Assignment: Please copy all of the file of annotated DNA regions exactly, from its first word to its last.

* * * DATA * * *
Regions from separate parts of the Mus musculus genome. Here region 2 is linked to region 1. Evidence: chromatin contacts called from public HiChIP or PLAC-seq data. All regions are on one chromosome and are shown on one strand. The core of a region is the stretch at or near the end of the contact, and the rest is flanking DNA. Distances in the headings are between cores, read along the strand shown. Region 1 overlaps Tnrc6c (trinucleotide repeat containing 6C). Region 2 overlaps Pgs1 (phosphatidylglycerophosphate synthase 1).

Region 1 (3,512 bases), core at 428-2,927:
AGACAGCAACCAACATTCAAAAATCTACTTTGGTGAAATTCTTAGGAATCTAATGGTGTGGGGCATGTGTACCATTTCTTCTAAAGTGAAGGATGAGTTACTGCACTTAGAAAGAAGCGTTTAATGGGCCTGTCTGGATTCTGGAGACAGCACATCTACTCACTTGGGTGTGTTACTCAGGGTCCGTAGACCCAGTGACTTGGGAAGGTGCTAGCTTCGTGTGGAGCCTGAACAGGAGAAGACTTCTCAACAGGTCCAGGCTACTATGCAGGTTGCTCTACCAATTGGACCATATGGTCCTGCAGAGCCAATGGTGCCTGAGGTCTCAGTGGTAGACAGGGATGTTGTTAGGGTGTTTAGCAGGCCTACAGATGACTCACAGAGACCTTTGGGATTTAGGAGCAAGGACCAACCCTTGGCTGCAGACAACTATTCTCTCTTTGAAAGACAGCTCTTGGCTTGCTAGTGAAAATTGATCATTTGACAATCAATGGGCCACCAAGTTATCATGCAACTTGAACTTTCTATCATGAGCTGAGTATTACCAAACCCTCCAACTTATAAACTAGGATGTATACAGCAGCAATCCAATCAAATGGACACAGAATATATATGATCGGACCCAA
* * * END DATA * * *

Regions from separate parts of the Mus musculus genome. Here region 2 is linked to region 1. Evidence: chromatin contacts called from public HiChIP or PLAC-seq data. All regions are on one chromosome and are shown on one strand. The core of a region is the stretch at or near the end of the contact, and the rest is flanking DNA. Distances in the headings are between cores, read along the strand shown. Region 1 overlaps Tnrc6c (trinucleotide repeat containing 6C). Region 2 overlaps Pgs1 (phosphatidylglycerophosphate synthase 1).

Region 1 (3,512 bases), core at 428-2,927:
AGACAGCAACCAACATTCAAAAATCTACTTTGGTGAAATTCTTAGGAATCTAATGGTGTGGGGCATGTGTACCATTTCTTCTAAAGTGAAGGATGAGTTACTGCACTTAGAAAGAAGCGTTTAATGGGCCTGTCTGGATTCTGGAGACAGCACATCTACTCACTTGGGTGTGTTACTCAGGGTCCGTAGACCCAGTGACTTGGGAAGGTGCTAGCTTCGTGTGGAGCCTGAACAGGAGAAGACTTCTCAACAGGTCCAGGCTACTATGCAGGTTGCTCTACCAATTGGACCATATGGTCCTGCAGAGCCAATGGTGCCTGAGGTCTCAGTGGTAGACAGGGATGTTGTTAGGGTGTTTAGCAGGCCTACAGATGACTCACAGAGACCTTTGGGATTTAGGAGCAAGGACCAACCCTTGGCTGCAGACAACTATTCTCTCTTTGAAAGACAGCTCTTGGCTTGCTAGTGAAAATTGATCATTTGACAATCAATGGGCCACCAAGTTATCATGCAACTTGAACTTTCTATCATGAGCTGAGTATTACCAAACCCTCCAACTTATAAACTAGGATGTATACAGCAGCAATCCAATCAAATGGACACAGAATATATATGATCGGACCCAA